Cell surface antibody-associated neurodegeneration: The case of anti-IgLON5 antibodies

2017-05-01T12:45:32-07:00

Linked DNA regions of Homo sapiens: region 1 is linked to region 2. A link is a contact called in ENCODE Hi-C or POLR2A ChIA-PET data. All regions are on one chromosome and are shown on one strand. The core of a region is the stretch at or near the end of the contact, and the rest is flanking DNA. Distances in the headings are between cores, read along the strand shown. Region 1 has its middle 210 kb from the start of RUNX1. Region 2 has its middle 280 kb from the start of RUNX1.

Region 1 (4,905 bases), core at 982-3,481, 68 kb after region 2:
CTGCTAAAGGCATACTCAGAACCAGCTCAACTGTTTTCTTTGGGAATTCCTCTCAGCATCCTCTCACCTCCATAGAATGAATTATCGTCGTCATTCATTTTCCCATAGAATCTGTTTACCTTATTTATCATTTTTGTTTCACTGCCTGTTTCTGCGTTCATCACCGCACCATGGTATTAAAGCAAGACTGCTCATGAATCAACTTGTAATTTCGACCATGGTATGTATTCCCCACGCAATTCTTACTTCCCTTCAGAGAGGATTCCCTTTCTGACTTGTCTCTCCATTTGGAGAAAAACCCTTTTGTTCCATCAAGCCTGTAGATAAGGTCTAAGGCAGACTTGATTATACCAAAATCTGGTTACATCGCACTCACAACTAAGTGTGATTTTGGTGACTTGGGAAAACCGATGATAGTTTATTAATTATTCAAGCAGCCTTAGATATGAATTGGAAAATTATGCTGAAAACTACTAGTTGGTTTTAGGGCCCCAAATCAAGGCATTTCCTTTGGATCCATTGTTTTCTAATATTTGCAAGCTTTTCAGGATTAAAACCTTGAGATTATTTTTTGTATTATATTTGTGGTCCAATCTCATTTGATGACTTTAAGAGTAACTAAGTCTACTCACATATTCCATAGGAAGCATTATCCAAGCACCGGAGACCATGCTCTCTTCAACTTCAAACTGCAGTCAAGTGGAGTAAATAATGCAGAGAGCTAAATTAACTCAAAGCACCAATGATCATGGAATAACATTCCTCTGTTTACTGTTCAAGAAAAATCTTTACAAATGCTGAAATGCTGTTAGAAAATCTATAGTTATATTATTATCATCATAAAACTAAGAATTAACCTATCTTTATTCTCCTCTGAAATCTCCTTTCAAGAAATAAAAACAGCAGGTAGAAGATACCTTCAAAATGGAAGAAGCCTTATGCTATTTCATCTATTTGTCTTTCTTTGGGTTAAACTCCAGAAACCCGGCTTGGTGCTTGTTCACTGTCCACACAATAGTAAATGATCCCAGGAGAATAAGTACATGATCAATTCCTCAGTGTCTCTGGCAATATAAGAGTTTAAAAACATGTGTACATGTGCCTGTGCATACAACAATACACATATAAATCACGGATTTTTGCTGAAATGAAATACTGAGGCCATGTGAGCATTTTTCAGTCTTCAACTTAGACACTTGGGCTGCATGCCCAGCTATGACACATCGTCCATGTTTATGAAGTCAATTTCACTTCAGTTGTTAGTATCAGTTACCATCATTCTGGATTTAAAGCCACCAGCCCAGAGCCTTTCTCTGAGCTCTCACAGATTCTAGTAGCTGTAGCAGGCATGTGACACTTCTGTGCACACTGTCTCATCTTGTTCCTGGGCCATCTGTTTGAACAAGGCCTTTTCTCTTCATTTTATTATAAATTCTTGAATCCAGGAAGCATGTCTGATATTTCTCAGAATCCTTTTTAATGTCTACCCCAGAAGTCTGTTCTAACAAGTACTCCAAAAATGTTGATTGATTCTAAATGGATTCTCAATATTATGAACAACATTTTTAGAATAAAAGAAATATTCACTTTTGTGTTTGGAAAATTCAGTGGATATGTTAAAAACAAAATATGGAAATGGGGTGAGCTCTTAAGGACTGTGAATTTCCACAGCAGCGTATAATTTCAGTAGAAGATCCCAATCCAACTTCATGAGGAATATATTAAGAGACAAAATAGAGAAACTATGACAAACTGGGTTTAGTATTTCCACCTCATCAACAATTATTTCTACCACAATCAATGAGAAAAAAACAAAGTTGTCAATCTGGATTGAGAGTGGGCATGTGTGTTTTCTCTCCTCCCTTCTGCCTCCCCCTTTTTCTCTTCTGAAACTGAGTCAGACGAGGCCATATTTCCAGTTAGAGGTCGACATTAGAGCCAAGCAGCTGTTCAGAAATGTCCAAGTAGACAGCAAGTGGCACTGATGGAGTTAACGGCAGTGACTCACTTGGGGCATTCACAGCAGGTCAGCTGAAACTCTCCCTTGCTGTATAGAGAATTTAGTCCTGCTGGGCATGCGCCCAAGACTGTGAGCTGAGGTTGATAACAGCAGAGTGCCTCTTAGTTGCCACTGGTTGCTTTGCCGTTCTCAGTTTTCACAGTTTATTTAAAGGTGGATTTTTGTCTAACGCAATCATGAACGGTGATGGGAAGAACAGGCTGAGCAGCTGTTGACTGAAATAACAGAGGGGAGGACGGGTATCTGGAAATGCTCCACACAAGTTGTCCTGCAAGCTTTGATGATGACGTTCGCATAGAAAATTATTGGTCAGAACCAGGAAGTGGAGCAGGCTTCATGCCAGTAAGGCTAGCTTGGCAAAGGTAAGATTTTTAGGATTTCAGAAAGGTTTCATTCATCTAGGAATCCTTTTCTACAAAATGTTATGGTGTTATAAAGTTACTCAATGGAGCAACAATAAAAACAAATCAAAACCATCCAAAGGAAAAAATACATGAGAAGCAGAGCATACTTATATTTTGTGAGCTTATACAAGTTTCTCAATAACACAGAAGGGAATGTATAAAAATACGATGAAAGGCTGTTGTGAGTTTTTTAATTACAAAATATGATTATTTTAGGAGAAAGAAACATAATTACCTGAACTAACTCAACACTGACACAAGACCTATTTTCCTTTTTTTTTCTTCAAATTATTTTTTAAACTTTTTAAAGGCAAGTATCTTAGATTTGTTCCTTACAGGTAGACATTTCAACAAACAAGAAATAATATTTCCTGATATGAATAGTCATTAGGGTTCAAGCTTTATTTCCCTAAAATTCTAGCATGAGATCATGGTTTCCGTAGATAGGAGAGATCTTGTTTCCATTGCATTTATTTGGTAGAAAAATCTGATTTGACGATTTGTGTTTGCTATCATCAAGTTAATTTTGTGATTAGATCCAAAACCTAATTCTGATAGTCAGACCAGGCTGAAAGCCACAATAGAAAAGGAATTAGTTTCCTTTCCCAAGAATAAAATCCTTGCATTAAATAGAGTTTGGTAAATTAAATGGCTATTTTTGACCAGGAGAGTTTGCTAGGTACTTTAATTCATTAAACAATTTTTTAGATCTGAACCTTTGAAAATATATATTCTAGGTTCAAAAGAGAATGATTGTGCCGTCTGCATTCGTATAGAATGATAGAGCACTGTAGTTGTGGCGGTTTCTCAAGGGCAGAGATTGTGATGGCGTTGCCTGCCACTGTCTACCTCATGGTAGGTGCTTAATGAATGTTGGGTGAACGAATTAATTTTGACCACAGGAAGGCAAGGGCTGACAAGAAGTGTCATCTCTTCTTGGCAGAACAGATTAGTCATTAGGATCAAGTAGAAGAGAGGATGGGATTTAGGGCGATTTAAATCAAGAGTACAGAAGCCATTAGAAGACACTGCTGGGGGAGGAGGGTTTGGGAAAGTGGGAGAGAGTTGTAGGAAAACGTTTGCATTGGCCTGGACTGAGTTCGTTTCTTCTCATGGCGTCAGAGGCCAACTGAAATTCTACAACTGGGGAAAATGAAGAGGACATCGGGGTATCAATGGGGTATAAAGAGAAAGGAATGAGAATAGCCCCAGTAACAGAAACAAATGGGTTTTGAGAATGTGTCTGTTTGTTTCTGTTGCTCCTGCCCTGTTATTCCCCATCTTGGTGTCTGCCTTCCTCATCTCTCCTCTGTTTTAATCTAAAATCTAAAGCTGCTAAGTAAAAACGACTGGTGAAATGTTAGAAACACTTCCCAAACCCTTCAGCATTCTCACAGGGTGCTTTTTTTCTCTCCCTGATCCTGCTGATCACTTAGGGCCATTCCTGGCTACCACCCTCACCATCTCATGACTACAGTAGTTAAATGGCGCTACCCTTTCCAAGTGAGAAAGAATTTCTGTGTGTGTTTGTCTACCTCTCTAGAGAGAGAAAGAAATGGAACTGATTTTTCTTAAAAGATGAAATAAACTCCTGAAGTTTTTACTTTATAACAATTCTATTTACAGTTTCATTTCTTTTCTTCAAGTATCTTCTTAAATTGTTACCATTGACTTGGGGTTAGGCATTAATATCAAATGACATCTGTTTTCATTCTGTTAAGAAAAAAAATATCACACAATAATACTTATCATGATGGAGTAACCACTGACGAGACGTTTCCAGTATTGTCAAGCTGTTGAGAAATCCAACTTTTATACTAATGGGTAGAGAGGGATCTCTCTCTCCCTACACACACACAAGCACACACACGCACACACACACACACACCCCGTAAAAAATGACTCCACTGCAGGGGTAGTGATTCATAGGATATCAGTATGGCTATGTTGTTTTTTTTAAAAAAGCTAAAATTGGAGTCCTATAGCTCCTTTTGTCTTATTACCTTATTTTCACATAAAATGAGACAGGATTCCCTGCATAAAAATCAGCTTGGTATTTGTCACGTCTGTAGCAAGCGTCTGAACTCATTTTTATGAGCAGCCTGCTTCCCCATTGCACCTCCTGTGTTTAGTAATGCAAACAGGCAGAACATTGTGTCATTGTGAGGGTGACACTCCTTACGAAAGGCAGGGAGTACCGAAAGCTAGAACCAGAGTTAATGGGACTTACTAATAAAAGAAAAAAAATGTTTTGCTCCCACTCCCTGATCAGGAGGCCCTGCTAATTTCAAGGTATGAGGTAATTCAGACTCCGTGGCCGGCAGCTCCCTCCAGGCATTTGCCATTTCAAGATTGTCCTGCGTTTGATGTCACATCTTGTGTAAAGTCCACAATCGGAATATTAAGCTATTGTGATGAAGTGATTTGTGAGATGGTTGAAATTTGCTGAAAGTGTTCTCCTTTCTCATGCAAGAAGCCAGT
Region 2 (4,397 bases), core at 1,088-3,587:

Cell surface autoantibodies have become important biomarkers of acquired autoimmune CNS disorders, and typically define potentially severe but treatable acquired autoimmune encephalitis syndromes. However, the discovery of anti-IgLON5 antibodies has forced a reappraisal of the accepted paradigms regarding cell surface antibodies and their associated clinical manifestations.1 Although anti-IgLON5 antibody is a cell surface antibody, the clinical syndrome is not an encephalitis (there is no lymphocytic inflammatory infiltration), disease onset is more chronic rather than acute, and the neurologic sequelae are not reversible with immunotherapy in most patients, with progressive neurodegeneration and high mortality. This is therefore a novel autoimmune CNS syndrome, inhabiting the borderland between autoimmunity and neurodegeneration: cell surface antibody–associated neurodegeneration. The article by Gaig et al.2 in this issue of Neurology® extends our knowledge of the clinical features of this rare but important form of autoimmune neurodegeneration. The study describes 22 patients who were positive for anti-IgLON5 autoantibodies, as tested by the Neuroimmunology Laboratory in Barcelona, comprising the largest cohort with this condition. The main findings were that the clinical syndrome can present with sleep, brainstem, gait, cognitive, or movement disorders, but during the disease course all patients develop manifestations of disordered sleep and ventilation. The course was chronic and progressive in most patients, and 59% died during follow-up. It should be noted that it is possible that the initial description of this condition has resulted in recruitment bias, and the spectrum of symptoms and signs is different from what is described by Gaig et al.